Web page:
With the Senate likely to house 60 desks on the Democratic side of the aisle before too long, an emboldened majority in the House after winning some intra-party skirmishes like fast-tracking health care reform and an inter-party victory in upstate New York, and a cratering Republican Party still searching for a path back to power, Obama enters this next phase of his presidency in an envious position and one of a considerable strength.
But he acknowledged that even with Sen. Arlen Specter's party change, he still faces challenges from senators who "have very strong opinions" he said.
"Now, I am under no illusions that suddenly I'm going to have a rubber-stamp Senate. I've got Democrats who don't agree with me on everything, and that's how it should be," Obama said.
So, what will Obama use his 69 percent approval rating to accomplish? Political observers will be disecting the president's press conference to determine whether he is deciding to put that political capital on the line or if he intends to keep most of his legislative battling ahead behind closed doors.
Leadership aides on Capitol Hill anticipate that perhaps the biggest White House push will come on healthcare reform that includes a public option, a component that is of great concern to the insurance industry which Obama hopes to keep at the negotiating table throughout the legislative process in order to avoid a 1994-style blowup.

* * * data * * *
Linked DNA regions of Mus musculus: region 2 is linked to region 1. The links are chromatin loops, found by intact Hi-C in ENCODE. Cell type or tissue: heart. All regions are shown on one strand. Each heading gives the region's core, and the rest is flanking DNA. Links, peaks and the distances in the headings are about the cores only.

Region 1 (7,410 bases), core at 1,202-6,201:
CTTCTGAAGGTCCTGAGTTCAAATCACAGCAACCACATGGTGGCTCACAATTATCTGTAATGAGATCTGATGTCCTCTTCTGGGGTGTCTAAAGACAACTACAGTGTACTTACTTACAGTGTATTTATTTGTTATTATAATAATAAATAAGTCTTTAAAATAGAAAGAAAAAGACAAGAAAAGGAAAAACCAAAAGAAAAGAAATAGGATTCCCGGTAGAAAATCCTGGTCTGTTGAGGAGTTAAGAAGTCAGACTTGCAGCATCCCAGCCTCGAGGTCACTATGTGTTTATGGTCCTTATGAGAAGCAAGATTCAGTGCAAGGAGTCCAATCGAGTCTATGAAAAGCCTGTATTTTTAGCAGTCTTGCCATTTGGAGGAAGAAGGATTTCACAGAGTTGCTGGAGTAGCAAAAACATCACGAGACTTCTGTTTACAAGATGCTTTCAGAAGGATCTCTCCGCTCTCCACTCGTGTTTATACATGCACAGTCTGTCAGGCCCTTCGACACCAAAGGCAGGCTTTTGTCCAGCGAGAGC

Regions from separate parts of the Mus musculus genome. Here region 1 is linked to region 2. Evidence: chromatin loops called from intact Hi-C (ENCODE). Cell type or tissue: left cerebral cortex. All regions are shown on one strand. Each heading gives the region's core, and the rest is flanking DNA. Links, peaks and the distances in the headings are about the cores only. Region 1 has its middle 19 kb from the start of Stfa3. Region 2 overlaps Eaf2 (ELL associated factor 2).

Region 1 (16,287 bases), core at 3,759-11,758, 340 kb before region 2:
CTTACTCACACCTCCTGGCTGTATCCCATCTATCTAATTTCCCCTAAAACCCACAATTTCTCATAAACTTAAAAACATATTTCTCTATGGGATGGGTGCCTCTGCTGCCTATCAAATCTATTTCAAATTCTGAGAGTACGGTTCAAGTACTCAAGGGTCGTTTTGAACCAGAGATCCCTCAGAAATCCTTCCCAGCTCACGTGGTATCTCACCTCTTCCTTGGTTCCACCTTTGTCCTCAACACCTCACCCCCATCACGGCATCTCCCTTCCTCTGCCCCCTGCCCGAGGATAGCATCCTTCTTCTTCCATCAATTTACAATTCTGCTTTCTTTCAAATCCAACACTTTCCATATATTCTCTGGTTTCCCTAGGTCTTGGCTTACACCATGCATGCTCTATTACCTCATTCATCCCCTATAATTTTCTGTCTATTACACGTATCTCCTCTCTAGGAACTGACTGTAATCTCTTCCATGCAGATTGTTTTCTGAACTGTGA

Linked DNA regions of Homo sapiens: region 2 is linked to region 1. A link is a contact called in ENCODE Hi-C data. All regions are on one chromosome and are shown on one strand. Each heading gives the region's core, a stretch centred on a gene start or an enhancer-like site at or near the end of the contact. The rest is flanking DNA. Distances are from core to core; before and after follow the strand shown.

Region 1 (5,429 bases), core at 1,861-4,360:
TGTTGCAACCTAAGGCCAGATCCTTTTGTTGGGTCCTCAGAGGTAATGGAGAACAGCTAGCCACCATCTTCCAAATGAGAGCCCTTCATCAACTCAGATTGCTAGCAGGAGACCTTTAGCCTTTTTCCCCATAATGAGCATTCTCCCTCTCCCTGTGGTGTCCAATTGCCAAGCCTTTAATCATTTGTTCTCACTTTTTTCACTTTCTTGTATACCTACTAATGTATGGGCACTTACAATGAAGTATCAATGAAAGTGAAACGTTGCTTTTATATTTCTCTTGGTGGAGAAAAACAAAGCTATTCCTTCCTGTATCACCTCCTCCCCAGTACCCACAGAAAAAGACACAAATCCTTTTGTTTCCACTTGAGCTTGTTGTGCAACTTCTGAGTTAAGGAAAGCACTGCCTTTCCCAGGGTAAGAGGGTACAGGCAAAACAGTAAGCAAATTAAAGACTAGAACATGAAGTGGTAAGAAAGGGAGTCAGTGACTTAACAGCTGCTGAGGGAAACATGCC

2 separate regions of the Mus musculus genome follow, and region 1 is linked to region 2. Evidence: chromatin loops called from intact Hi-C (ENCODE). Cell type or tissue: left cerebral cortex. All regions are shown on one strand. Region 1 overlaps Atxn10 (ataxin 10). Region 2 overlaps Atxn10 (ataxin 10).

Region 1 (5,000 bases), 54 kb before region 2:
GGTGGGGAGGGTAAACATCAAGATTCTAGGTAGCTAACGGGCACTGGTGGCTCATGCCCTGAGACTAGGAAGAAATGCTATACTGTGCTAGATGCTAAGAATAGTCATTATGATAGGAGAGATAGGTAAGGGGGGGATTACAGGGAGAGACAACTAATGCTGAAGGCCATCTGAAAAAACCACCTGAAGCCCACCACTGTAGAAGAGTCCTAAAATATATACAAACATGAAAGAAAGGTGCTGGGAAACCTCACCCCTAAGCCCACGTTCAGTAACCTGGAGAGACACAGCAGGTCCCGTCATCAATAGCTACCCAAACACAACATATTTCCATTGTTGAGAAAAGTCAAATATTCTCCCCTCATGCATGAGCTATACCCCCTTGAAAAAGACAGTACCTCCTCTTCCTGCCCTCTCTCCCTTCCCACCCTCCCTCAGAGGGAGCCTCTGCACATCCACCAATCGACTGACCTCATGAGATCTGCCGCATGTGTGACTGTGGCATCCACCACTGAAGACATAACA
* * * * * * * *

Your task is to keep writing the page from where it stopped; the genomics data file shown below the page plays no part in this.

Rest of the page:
One new role Obama is expected to play as he heads into his next 100 Days is that of fundraiser-in-chief. The president has already headlined two fundraisers for the Democratic National Committee where he helped collect nearly $3 million.
He also e-mailed supporters about his endorsement of Scott Murphy, the new Democratic congressman from upstate New York. Other than that toe-dipping, Obama has shied away from pure politics.
But Specter's party switching 100th Day gift to Obama kicked off what is expected to be a more overtly political phase of his presidency as he helps to bolster Democratic bank accounts in advance of next year's midterm elections.
After attempting to clear the Pennsylvania Democratic primary field with his and Joe Biden's endorsement of Specter this morning, Obama is also scheduled to shake the money tree for Senate Majority Leader Harry Reid, D-Nev., at the end of next month in Las Vegas.
The two Democratic campaign committees on Capitol Hill have announced the president will be headlining a June 18 fundraiser in Washington, D.C., to help fill their midterm coffers.
As he takes on that more partisan task, the president will strive to strike the balance of party leader without tarnishing his current strong support from the key ideologically centrist Americans.